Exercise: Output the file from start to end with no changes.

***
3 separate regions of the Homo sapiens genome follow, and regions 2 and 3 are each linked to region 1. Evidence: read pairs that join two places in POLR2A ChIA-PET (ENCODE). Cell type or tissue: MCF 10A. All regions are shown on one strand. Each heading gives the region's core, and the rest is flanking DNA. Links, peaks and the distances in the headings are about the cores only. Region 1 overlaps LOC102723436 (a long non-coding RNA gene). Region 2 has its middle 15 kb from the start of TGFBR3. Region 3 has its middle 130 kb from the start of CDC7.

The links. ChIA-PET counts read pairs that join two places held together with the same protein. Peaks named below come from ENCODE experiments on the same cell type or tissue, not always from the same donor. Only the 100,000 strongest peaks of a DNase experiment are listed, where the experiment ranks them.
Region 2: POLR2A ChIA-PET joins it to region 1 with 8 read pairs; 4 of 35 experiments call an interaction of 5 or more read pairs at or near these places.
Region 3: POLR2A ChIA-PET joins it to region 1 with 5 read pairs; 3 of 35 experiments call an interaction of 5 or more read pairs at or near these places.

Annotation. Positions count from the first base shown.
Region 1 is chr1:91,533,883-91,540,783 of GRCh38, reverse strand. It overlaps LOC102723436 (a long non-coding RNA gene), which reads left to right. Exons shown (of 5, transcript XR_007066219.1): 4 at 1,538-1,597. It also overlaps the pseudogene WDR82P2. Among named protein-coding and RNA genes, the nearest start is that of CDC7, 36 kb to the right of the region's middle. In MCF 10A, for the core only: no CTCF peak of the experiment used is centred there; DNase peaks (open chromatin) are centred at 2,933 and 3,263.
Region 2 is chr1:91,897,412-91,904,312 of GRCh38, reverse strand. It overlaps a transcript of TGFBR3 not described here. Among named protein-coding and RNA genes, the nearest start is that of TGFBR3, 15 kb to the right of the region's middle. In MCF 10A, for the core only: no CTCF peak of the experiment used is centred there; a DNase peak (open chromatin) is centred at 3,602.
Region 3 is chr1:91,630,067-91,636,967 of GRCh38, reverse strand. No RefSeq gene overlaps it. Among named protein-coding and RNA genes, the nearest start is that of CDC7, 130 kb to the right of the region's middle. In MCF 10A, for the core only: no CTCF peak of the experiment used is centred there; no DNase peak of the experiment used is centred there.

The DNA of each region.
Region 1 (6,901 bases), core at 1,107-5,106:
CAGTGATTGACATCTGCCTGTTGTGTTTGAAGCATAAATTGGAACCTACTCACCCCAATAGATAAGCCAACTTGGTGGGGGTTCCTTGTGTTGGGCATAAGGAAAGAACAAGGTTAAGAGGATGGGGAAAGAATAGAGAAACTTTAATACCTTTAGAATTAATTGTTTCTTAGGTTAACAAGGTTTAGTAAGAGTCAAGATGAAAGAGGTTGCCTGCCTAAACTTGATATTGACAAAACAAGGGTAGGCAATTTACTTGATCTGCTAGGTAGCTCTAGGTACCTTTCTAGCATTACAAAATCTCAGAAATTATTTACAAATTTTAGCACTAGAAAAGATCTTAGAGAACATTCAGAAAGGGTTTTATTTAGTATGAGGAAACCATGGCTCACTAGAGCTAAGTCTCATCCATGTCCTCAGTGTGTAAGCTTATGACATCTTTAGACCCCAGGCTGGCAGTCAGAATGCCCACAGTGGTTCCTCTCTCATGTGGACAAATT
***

3 separate regions of the Homo sapiens genome follow, and regions 2 and 3 are each linked to region 1. Evidence: read pairs that join two places in POLR2A ChIA-PET (ENCODE). Cell type or tissue: MCF 10A. All regions are shown on one strand. Each heading gives the region's core, and the rest is flanking DNA. Links, peaks and the distances in the headings are about the cores only. Region 1 overlaps LOC102723436 (a long non-coding RNA gene). Region 2 has its middle 15 kb from the start of TGFBR3. Region 3 has its middle 130 kb from the start of CDC7.

The links. ChIA-PET counts read pairs that join two places held together with the same protein. Peaks named below come from ENCODE experiments on the same cell type or tissue, not always from the same donor. Only the 100,000 strongest peaks of a DNase experiment are listed, where the experiment ranks them.
Region 2: POLR2A ChIA-PET joins it to region 1 with 8 read pairs; 4 of 35 experiments call an interaction of 5 or more read pairs at or near these places.
Region 3: POLR2A ChIA-PET joins it to region 1 with 5 read pairs; 3 of 35 experiments call an interaction of 5 or more read pairs at or near these places.

Annotation. Positions count from the first base shown.
Region 1 is chr1:91,533,883-91,540,783 of GRCh38, reverse strand. It overlaps LOC102723436 (a long non-coding RNA gene), which reads left to right. Exons shown (of 5, transcript XR_007066219.1): 4 at 1,538-1,597. It also overlaps the pseudogene WDR82P2. Among named protein-coding and RNA genes, the nearest start is that of CDC7, 36 kb to the right of the region's middle. In MCF 10A, for the core only: no CTCF peak of the experiment used is centred there; DNase peaks (open chromatin) are centred at 2,933 and 3,263.
Region 2 is chr1:91,897,412-91,904,312 of GRCh38, reverse strand. It overlaps a transcript of TGFBR3 not described here. Among named protein-coding and RNA genes, the nearest start is that of TGFBR3, 15 kb to the right of the region's middle. In MCF 10A, for the core only: no CTCF peak of the experiment used is centred there; a DNase peak (open chromatin) is centred at 3,602.
Region 3 is chr1:91,630,067-91,636,967 of GRCh38, reverse strand. No RefSeq gene overlaps it. Among named protein-coding and RNA genes, the nearest start is that of CDC7, 130 kb to the right of the region's middle. In MCF 10A, for the core only: no CTCF peak of the experiment used is centred there; no DNase peak of the experiment used is centred there.

The DNA of each region.
Region 1 (6,901 bases), core at 1,107-5,106:
CAGTGATTGACATCTGCCTGTTGTGTTTGAAGCATAAATTGGAACCTACTCACCCCAATAGATAAGCCAACTTGGTGGGGGTTCCTTGTGTTGGGCATAAGGAAAGAACAAGGTTAAGAGGATGGGGAAAGAATAGAGAAACTTTAATACCTTTAGAATTAATTGTTTCTTAGGTTAACAAGGTTTAGTAAGAGTCAAGATGAAAGAGGTTGCCTGCCTAAACTTGATATTGACAAAACAAGGGTAGGCAATTTACTTGATCTGCTAGGTAGCTCTAGGTACCTTTCTAGCATTACAAAATCTCAGAAATTATTTACAAATTTTAGCACTAGAAAAGATCTTAGAGAACATTCAGAAAGGGTTTTATTTAGTATGAGGAAACCATGGCTCACTAGAGCTAAGTCTCATCCATGTCCTCAGTGTGTAAGCTTATGACATCTTTAGACCCCAGGCTGGCAGTCAGAATGCCCACAGTGGTTCCTCTCTCATGTGGACAAATT